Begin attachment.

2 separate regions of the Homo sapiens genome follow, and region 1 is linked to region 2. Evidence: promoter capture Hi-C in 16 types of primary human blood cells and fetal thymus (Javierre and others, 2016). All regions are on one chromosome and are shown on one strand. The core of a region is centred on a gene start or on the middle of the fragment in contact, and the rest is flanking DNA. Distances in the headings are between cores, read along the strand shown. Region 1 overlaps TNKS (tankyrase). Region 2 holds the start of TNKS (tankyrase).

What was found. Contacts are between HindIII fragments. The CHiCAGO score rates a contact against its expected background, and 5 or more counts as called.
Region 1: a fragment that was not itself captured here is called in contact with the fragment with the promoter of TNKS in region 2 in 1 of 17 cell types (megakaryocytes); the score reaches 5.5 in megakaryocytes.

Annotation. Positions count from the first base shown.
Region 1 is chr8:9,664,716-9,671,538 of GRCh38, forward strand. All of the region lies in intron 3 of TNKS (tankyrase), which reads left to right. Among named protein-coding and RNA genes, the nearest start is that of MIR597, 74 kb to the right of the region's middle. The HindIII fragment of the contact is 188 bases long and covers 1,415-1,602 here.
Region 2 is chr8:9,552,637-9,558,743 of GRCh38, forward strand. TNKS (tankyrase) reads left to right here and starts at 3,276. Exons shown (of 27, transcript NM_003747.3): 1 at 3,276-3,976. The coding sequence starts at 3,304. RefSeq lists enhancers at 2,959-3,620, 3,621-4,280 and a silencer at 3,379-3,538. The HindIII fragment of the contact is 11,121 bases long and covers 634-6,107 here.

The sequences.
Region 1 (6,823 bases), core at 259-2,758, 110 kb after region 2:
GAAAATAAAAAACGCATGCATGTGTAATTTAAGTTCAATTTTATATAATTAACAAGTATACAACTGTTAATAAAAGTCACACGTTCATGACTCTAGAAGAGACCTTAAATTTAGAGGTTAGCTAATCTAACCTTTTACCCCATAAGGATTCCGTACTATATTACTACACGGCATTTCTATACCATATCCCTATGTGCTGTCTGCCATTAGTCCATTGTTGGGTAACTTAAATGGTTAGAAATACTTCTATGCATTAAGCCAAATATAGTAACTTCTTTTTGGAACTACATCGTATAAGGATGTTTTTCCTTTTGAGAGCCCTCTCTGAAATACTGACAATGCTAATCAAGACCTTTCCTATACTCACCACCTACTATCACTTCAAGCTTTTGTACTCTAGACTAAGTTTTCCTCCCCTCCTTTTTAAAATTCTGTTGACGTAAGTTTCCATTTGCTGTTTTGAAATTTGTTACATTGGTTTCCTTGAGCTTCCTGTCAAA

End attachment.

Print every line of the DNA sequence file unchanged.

2 separate regions of the Homo sapiens genome follow, and region 1 is linked to region 2. Evidence: promoter capture Hi-C in 16 types of primary human blood cells and fetal thymus (Javierre and others, 2016). All regions are on one chromosome and are shown on one strand. The core of a region is centred on a gene start or on the middle of the fragment in contact, and the rest is flanking DNA. Distances in the headings are between cores, read along the strand shown. Region 1 overlaps TNKS (tankyrase). Region 2 holds the start of TNKS (tankyrase).

What was found. Contacts are between HindIII fragments. The CHiCAGO score rates a contact against its expected background, and 5 or more counts as called.
Region 1: a fragment that was not itself captured here is called in contact with the fragment with the promoter of TNKS in region 2 in 1 of 17 cell types (megakaryocytes); the score reaches 5.5 in megakaryocytes.

Annotation. Positions count from the first base shown.
Region 1 is chr8:9,664,716-9,671,538 of GRCh38, forward strand. All of the region lies in intron 3 of TNKS (tankyrase), which reads left to right. Among named protein-coding and RNA genes, the nearest start is that of MIR597, 74 kb to the right of the region's middle. The HindIII fragment of the contact is 188 bases long and covers 1,415-1,602 here.
Region 2 is chr8:9,552,637-9,558,743 of GRCh38, forward strand. TNKS (tankyrase) reads left to right here and starts at 3,276. Exons shown (of 27, transcript NM_003747.3): 1 at 3,276-3,976. The coding sequence starts at 3,304. RefSeq lists enhancers at 2,959-3,620, 3,621-4,280 and a silencer at 3,379-3,538. The HindIII fragment of the contact is 11,121 bases long and covers 634-6,107 here.

The sequences.
Region 1 (6,823 bases), core at 259-2,758, 110 kb after region 2:
GAAAATAAAAAACGCATGCATGTGTAATTTAAGTTCAATTTTATATAATTAACAAGTATACAACTGTTAATAAAAGTCACACGTTCATGACTCTAGAAGAGACCTTAAATTTAGAGGTTAGCTAATCTAACCTTTTACCCCATAAGGATTCCGTACTATATTACTACACGGCATTTCTATACCATATCCCTATGTGCTGTCTGCCATTAGTCCATTGTTGGGTAACTTAAATGGTTAGAAATACTTCTATGCATTAAGCCAAATATAGTAACTTCTTTTTGGAACTACATCGTATAAGGATGTTTTTCCTTTTGAGAGCCCTCTCTGAAATACTGACAATGCTAATCAAGACCTTTCCTATACTCACCACCTACTATCACTTCAAGCTTTTGTACTCTAGACTAAGTTTTCCTCCCCTCCTTTTTAAAATTCTGTTGACGTAAGTTTCCATTTGCTGTTTTGAAATTTGTTACATTGGTTTCCTTGAGCTTCCTGTCAAA